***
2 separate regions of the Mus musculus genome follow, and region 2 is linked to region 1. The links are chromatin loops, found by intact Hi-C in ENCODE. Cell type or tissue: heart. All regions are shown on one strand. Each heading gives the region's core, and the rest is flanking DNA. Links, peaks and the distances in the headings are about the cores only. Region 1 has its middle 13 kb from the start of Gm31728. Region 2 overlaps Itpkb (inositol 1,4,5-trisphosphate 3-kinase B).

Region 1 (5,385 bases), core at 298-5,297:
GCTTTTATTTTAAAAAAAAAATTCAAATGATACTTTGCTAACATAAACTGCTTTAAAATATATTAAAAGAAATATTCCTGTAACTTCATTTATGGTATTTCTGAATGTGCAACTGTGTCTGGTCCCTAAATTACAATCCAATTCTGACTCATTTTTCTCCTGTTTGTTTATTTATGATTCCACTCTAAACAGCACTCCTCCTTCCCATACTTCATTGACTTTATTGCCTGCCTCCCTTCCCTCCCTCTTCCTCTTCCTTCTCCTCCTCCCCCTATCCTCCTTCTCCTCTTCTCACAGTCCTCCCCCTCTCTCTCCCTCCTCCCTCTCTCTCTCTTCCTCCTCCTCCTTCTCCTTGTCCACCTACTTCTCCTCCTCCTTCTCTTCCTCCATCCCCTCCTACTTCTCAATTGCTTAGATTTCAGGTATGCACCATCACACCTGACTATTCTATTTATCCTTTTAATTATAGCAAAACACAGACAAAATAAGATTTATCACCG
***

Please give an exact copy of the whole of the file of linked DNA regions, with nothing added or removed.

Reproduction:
2 separate regions of the Mus musculus genome follow, and region 2 is linked to region 1. The links are chromatin loops, found by intact Hi-C in ENCODE. Cell type or tissue: heart. All regions are shown on one strand. Each heading gives the region's core, and the rest is flanking DNA. Links, peaks and the distances in the headings are about the cores only. Region 1 has its middle 13 kb from the start of Gm31728. Region 2 overlaps Itpkb (inositol 1,4,5-trisphosphate 3-kinase B).

Region 1 (5,385 bases), core at 298-5,297:
GCTTTTATTTTAAAAAAAAAATTCAAATGATACTTTGCTAACATAAACTGCTTTAAAATATATTAAAAGAAATATTCCTGTAACTTCATTTATGGTATTTCTGAATGTGCAACTGTGTCTGGTCCCTAAATTACAATCCAATTCTGACTCATTTTTCTCCTGTTTGTTTATTTATGATTCCACTCTAAACAGCACTCCTCCTTCCCATACTTCATTGACTTTATTGCCTGCCTCCCTTCCCTCCCTCTTCCTCTTCCTTCTCCTCCTCCCCCTATCCTCCTTCTCCTCTTCTCACAGTCCTCCCCCTCTCTCTCCCTCCTCCCTCTCTCTCTCTTCCTCCTCCTCCTTCTCCTTGTCCACCTACTTCTCCTCCTCCTTCTCTTCCTCCATCCCCTCCTACTTCTCAATTGCTTAGATTTCAGGTATGCACCATCACACCTGACTATTCTATTTATCCTTTTAATTATAGCAAAACACAGACAAAATAAGATTTATCACCG